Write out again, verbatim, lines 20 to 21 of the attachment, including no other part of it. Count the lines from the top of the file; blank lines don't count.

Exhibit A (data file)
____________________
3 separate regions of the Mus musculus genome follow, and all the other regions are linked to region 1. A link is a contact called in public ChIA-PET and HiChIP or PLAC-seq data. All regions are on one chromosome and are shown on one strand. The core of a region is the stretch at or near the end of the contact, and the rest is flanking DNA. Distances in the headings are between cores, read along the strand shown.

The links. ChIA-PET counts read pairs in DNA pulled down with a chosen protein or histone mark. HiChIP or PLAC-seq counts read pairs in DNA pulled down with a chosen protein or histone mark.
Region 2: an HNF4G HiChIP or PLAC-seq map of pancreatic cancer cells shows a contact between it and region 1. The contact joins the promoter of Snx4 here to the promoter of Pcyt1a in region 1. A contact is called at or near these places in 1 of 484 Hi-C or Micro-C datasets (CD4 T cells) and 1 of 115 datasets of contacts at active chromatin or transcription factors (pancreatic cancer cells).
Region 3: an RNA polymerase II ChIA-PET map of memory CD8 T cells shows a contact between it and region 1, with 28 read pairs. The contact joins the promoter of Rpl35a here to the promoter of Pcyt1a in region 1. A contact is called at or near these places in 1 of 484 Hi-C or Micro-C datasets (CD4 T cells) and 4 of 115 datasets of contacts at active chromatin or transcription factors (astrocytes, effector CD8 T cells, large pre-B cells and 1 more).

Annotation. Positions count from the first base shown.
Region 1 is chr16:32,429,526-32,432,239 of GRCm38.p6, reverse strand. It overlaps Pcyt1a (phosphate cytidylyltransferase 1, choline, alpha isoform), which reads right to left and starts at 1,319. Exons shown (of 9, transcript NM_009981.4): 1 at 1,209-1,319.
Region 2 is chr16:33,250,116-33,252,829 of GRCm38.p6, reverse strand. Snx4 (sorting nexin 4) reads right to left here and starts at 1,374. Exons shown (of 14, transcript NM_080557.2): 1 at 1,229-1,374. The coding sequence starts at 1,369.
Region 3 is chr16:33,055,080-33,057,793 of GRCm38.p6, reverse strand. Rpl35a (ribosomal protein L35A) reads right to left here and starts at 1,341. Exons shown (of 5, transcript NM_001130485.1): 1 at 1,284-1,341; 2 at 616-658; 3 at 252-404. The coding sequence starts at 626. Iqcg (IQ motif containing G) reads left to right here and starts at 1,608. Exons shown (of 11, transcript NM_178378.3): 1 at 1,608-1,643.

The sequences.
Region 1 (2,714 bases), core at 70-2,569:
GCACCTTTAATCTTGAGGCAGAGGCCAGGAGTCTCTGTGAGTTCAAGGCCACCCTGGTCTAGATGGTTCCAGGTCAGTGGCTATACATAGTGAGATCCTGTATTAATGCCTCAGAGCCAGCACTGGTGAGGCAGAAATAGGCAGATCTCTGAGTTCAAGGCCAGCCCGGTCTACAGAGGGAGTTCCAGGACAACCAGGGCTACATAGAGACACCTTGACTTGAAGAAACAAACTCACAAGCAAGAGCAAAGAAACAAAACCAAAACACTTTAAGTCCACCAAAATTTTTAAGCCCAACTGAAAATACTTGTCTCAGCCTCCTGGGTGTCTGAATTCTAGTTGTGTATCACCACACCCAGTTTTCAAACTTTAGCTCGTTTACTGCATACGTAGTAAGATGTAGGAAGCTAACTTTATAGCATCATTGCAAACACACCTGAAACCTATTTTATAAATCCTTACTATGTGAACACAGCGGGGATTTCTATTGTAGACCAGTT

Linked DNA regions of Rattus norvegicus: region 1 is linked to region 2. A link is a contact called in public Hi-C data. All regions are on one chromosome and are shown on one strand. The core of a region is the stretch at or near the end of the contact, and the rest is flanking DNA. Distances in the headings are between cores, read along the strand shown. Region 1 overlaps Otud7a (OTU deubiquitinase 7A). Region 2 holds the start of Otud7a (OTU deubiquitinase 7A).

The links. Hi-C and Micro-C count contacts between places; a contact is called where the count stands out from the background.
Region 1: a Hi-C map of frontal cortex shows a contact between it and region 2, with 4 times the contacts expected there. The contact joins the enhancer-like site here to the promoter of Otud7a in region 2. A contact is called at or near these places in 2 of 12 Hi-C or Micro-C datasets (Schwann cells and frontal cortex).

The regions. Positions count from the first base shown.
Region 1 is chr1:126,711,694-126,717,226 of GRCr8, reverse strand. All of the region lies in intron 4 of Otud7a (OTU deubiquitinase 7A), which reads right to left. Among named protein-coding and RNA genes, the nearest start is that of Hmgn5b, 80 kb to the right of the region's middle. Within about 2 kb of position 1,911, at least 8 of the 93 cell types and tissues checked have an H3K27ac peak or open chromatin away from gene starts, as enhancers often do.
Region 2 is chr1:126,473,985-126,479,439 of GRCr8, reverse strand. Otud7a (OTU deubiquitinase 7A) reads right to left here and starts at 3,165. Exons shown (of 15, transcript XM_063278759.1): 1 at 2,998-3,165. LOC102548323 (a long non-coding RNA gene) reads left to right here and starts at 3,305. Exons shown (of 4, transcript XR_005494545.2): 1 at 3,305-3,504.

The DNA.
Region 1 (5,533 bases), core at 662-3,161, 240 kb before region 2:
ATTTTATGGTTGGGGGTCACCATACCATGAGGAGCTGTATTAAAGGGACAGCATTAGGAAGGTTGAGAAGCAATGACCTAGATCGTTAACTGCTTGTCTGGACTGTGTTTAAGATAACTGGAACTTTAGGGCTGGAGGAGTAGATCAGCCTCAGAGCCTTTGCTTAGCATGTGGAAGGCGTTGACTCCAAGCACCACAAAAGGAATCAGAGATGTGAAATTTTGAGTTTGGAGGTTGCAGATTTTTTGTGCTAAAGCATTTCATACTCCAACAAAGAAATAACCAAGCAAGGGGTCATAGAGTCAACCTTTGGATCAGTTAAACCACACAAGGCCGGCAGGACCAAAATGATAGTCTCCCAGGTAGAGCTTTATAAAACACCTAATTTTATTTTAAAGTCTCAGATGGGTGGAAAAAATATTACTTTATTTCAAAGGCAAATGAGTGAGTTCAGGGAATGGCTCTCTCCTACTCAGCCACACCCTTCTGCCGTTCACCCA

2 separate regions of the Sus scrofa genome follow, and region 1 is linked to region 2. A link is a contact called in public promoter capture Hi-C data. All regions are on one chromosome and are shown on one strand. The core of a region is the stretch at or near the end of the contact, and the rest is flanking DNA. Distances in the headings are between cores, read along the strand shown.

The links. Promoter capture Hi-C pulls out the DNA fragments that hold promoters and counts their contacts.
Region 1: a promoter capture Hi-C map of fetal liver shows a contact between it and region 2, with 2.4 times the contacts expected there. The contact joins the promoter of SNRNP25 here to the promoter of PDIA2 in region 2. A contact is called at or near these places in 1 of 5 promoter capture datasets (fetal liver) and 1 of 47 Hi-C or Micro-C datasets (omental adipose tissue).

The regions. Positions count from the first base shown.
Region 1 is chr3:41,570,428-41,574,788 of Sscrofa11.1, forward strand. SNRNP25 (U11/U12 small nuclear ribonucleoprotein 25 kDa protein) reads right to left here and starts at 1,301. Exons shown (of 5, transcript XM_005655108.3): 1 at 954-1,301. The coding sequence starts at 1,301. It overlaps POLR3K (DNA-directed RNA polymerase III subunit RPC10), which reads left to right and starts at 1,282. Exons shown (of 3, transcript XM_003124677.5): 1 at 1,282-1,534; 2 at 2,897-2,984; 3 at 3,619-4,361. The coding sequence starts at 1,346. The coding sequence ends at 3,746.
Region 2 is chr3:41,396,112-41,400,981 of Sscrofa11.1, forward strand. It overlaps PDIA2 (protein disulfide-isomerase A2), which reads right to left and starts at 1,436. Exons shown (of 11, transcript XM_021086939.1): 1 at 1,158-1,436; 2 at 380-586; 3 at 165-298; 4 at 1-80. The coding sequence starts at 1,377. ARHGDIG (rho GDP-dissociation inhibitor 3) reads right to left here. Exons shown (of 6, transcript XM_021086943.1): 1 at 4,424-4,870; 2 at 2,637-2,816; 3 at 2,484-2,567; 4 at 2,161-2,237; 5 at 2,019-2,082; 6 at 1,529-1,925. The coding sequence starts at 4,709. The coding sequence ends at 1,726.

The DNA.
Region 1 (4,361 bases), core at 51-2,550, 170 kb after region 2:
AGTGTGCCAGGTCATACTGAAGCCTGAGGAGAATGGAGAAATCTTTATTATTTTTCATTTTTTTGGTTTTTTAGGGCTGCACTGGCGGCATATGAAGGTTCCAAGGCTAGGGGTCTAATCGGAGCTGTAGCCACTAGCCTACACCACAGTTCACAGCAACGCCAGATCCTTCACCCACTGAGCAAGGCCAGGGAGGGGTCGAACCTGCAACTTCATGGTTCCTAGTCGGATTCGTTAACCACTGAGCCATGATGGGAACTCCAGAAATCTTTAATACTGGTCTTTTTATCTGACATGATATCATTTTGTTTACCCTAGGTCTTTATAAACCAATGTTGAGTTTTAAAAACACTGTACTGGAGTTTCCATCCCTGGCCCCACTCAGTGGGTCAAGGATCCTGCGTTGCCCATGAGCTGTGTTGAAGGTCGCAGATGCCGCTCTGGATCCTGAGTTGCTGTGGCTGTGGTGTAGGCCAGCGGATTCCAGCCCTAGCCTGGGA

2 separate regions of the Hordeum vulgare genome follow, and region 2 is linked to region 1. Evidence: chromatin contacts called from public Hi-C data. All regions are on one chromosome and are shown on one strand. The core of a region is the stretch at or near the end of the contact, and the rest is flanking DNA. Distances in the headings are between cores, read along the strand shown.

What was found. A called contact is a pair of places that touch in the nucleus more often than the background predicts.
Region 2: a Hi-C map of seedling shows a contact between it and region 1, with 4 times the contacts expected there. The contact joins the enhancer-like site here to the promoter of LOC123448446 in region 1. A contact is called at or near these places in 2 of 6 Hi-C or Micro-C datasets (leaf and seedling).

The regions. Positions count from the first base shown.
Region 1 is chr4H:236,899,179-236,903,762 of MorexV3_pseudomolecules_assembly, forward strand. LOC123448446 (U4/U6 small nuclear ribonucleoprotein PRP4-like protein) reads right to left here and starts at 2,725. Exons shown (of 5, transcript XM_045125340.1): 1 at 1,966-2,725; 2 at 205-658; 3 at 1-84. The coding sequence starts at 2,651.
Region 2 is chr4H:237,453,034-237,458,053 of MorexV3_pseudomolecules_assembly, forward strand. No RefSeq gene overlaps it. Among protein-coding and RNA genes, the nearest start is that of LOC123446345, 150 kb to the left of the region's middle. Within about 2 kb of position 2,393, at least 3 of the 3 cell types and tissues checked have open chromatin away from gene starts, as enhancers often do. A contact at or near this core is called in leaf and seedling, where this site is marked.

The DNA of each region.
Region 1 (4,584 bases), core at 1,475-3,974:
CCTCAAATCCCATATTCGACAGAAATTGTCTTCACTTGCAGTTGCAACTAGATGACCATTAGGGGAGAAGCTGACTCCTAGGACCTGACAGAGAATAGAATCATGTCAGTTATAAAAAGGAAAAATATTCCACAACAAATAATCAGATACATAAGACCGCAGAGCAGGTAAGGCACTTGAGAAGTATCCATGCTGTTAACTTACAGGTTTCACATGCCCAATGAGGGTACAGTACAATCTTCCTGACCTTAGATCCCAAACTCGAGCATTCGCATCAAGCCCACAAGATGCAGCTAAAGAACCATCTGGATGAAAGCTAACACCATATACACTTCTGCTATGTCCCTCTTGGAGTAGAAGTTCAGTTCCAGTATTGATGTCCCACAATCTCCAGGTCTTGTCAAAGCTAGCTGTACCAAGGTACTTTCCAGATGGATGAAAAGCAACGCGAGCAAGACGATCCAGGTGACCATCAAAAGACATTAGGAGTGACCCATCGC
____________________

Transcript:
ATTTTATGGTTGGGGGTCACCATACCATGAGGAGCTGTATTAAAGGGACAGCATTAGGAAGGTTGAGAAGCAATGACCTAGATCGTTAACTGCTTGTCTGGACTGTGTTTAAGATAACTGGAACTTTAGGGCTGGAGGAGTAGATCAGCCTCAGAGCCTTTGCTTAGCATGTGGAAGGCGTTGACTCCAAGCACCACAAAAGGAATCAGAGATGTGAAATTTTGAGTTTGGAGGTTGCAGATTTTTTGTGCTAAAGCATTTCATACTCCAACAAAGAAATAACCAAGCAAGGGGTCATAGAGTCAACCTTTGGATCAGTTAAACCACACAAGGCCGGCAGGACCAAAATGATAGTCTCCCAGGTAGAGCTTTATAAAACACCTAATTTTATTTTAAAGTCTCAGATGGGTGGAAAAAATATTACTTTATTTCAAAGGCAAATGAGTGAGTTCAGGGAATGGCTCTCTCCTACTCAGCCACACCCTTCTGCCGTTCACCCA

2 separate regions of the Sus scrofa genome follow, and region 1 is linked to region 2. A link is a contact called in public promoter capture Hi-C data. All regions are on one chromosome and are shown on one strand. The core of a region is the stretch at or near the end of the contact, and the rest is flanking DNA. Distances in the headings are between cores, read along the strand shown.